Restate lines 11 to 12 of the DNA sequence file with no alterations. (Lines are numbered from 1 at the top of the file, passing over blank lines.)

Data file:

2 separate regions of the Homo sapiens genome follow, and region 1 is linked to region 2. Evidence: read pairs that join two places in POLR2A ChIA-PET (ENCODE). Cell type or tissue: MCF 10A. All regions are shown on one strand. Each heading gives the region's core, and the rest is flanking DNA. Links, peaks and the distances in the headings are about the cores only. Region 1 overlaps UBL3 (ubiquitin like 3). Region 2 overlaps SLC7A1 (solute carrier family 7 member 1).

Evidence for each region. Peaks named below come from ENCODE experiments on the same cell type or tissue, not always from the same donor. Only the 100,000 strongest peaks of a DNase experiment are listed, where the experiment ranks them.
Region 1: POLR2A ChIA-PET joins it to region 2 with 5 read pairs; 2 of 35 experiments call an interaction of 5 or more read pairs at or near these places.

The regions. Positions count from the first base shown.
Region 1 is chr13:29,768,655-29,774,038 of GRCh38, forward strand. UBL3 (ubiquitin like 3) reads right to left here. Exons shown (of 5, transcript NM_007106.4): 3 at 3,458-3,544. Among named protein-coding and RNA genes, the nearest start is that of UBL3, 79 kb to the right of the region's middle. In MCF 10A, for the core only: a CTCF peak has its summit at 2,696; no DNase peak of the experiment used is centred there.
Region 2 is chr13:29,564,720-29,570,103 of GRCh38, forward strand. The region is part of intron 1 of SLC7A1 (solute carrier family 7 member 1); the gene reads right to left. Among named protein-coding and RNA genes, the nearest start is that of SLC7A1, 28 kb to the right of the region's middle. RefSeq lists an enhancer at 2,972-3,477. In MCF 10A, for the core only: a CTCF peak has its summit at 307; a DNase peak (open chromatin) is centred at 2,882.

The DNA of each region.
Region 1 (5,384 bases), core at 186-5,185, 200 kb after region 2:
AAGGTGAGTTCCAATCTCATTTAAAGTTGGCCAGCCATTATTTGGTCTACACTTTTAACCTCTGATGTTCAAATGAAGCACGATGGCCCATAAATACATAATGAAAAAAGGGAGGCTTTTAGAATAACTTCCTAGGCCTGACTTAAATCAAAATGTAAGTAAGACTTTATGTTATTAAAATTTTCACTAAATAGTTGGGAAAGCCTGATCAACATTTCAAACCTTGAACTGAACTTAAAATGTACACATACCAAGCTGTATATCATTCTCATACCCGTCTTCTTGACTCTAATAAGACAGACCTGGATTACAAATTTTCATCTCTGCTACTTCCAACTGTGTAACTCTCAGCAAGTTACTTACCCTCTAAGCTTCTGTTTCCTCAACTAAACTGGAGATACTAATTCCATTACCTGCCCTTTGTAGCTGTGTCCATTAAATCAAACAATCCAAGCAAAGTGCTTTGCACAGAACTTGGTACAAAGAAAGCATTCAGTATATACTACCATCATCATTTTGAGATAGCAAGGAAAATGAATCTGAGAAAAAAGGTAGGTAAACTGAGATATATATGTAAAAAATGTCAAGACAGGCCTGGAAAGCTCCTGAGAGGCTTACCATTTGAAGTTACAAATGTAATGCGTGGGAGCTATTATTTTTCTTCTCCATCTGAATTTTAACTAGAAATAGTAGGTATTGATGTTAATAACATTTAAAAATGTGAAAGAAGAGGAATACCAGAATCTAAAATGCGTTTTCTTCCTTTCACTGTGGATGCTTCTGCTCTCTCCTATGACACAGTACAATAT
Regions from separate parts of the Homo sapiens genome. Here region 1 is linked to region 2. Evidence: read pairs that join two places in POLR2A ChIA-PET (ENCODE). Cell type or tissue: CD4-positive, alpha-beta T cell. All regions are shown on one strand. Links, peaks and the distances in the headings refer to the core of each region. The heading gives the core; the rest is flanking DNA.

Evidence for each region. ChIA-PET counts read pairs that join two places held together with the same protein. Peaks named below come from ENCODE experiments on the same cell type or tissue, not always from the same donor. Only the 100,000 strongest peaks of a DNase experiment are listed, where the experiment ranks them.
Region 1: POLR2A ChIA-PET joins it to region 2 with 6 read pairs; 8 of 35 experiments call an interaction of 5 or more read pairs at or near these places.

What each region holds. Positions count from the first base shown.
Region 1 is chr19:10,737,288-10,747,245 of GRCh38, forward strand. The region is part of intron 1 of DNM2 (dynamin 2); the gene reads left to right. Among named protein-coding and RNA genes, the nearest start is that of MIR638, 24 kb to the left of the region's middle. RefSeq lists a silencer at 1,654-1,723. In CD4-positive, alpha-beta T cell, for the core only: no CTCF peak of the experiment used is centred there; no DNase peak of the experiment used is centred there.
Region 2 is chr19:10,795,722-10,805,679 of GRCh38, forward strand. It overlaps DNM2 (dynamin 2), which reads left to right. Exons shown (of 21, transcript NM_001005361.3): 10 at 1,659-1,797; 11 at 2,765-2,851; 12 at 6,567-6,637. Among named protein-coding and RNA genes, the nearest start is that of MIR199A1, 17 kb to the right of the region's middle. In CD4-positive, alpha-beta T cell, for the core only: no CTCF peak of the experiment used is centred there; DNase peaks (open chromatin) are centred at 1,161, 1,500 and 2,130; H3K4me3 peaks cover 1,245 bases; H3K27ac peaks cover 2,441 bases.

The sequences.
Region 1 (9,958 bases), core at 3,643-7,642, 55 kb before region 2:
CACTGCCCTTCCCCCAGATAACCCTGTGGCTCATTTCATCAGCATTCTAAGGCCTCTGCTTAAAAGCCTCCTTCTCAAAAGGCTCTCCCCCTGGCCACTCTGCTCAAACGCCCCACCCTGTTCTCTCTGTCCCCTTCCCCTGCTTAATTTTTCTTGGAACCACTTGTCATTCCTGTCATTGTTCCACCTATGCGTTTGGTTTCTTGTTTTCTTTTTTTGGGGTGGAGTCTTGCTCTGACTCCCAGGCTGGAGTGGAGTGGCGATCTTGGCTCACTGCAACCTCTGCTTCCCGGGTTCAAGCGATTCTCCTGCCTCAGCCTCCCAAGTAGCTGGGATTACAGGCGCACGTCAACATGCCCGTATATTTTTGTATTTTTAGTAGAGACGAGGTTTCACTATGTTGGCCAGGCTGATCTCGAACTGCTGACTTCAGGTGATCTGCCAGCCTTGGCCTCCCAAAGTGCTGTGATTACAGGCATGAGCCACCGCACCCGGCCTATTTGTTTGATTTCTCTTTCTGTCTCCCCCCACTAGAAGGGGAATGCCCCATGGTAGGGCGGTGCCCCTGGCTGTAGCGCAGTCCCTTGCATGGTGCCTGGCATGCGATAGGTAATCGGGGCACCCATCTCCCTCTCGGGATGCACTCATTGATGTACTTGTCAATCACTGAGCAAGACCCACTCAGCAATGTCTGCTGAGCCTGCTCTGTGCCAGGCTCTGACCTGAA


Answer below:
Evidence for each region. ChIA-PET counts read pairs that join two places held together with the same protein. Peaks named below come from ENCODE experiments on the same cell type or tissue, not always from the same donor. Only the 100,000 strongest peaks of a DNase experiment are listed, where the experiment ranks them.
Region 1: POLR2A ChIA-PET joins it to region 2 with 6 read pairs; 8 of 35 experiments call an interaction of 5 or more read pairs at or near these places.